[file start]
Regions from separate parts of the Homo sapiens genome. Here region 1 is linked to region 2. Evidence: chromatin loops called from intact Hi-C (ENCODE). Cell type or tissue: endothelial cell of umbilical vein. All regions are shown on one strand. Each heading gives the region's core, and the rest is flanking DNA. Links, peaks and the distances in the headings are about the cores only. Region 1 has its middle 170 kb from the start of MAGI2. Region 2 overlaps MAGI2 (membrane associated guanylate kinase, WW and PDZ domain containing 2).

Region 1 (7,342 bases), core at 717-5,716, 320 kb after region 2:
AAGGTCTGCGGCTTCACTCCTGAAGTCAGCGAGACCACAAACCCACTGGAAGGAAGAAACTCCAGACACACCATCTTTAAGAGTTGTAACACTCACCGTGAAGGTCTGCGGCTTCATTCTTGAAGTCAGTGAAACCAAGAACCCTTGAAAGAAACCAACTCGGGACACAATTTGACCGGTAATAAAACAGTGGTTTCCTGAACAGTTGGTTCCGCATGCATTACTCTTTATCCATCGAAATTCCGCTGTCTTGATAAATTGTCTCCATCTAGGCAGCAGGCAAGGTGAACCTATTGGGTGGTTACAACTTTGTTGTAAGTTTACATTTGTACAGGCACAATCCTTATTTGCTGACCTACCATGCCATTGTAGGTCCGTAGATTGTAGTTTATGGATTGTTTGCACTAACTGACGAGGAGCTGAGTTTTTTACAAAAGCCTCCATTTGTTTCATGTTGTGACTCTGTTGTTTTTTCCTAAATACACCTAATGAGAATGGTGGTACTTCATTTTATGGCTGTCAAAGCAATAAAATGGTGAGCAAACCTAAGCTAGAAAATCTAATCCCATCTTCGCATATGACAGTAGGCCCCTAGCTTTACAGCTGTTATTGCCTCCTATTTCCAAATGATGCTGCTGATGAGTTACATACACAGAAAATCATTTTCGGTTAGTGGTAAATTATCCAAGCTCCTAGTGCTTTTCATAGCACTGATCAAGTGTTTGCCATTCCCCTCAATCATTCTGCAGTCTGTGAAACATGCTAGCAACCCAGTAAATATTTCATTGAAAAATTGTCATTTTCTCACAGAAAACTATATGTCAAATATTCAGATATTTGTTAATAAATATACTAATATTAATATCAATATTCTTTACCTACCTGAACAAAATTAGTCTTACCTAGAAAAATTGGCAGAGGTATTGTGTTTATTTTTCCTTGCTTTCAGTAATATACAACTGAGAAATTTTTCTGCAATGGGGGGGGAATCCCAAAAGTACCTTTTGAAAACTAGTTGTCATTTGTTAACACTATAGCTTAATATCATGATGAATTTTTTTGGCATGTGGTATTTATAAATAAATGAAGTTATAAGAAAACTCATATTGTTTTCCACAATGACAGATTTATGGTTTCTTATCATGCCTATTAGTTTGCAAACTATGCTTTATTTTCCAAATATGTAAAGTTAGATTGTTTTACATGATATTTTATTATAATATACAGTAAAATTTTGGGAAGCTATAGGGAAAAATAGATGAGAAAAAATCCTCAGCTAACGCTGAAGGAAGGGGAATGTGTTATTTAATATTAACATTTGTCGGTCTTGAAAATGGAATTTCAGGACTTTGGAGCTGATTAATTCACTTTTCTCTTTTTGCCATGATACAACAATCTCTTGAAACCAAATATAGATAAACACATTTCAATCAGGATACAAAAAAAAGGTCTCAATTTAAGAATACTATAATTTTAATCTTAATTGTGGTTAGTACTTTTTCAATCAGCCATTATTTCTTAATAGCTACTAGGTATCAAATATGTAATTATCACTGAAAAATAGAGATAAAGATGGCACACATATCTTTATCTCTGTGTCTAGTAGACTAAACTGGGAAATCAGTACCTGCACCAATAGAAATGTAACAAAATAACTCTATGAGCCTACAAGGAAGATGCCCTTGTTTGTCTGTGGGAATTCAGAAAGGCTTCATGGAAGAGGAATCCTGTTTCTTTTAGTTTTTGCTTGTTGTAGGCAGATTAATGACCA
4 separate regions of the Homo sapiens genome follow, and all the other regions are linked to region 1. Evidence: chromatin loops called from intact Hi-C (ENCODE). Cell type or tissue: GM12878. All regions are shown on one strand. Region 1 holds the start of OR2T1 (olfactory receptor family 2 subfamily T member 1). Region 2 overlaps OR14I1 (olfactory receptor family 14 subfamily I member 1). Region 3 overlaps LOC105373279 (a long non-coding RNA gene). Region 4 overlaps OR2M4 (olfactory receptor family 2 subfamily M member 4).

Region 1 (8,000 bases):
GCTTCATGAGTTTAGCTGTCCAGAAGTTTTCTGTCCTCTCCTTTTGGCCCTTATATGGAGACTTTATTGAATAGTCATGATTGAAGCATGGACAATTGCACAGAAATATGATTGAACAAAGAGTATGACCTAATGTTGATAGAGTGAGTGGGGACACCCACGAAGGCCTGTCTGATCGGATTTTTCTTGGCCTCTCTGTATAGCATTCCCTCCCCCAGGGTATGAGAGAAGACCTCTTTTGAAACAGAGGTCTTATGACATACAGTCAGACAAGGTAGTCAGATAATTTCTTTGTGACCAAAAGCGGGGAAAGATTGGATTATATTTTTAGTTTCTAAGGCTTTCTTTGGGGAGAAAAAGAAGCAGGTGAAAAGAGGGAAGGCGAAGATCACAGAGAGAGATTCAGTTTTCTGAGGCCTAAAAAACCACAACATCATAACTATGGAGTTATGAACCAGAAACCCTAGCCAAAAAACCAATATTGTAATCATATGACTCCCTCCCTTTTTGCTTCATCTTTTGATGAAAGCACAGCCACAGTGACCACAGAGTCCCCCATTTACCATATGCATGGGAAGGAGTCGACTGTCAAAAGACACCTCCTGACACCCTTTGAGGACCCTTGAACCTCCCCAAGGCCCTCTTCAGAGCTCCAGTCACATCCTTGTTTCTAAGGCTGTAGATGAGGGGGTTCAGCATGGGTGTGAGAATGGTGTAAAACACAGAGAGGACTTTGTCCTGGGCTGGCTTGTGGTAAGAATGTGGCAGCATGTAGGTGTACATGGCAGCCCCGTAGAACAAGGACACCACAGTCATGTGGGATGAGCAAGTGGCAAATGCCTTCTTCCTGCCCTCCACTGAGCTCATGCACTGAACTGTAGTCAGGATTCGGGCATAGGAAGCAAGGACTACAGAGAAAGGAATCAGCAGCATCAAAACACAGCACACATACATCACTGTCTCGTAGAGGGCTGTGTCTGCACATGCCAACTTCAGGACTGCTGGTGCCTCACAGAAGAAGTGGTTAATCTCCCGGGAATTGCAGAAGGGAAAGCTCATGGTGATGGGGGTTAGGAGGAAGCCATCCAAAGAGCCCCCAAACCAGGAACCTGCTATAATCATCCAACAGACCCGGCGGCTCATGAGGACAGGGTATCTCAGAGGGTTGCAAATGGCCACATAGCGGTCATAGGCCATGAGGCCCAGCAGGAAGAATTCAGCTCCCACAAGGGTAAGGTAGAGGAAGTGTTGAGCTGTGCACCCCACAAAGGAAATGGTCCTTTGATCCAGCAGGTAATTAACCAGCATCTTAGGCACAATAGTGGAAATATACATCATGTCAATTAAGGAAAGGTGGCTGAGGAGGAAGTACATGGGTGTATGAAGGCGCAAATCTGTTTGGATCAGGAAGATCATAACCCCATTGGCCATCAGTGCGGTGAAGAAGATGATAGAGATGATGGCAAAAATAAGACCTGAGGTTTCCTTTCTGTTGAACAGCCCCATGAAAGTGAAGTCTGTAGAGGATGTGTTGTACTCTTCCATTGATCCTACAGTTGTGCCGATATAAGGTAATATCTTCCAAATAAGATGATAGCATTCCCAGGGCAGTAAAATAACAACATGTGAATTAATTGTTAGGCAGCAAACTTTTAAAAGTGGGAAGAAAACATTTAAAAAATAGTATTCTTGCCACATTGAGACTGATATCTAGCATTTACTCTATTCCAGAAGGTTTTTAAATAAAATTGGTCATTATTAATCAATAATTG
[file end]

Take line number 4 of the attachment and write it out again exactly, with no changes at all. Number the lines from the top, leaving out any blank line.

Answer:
4 separate regions of the Homo sapiens genome follow, and all the other regions are linked to region 1. Evidence: chromatin loops called from intact Hi-C (ENCODE). Cell type or tissue: GM12878. All regions are shown on one strand. Region 1 holds the start of OR2T1 (olfactory receptor family 2 subfamily T member 1). Region 2 overlaps OR14I1 (olfactory receptor family 14 subfamily I member 1). Region 3 overlaps LOC105373279 (a long non-coding RNA gene). Region 4 overlaps OR2M4 (olfactory receptor family 2 subfamily M member 4).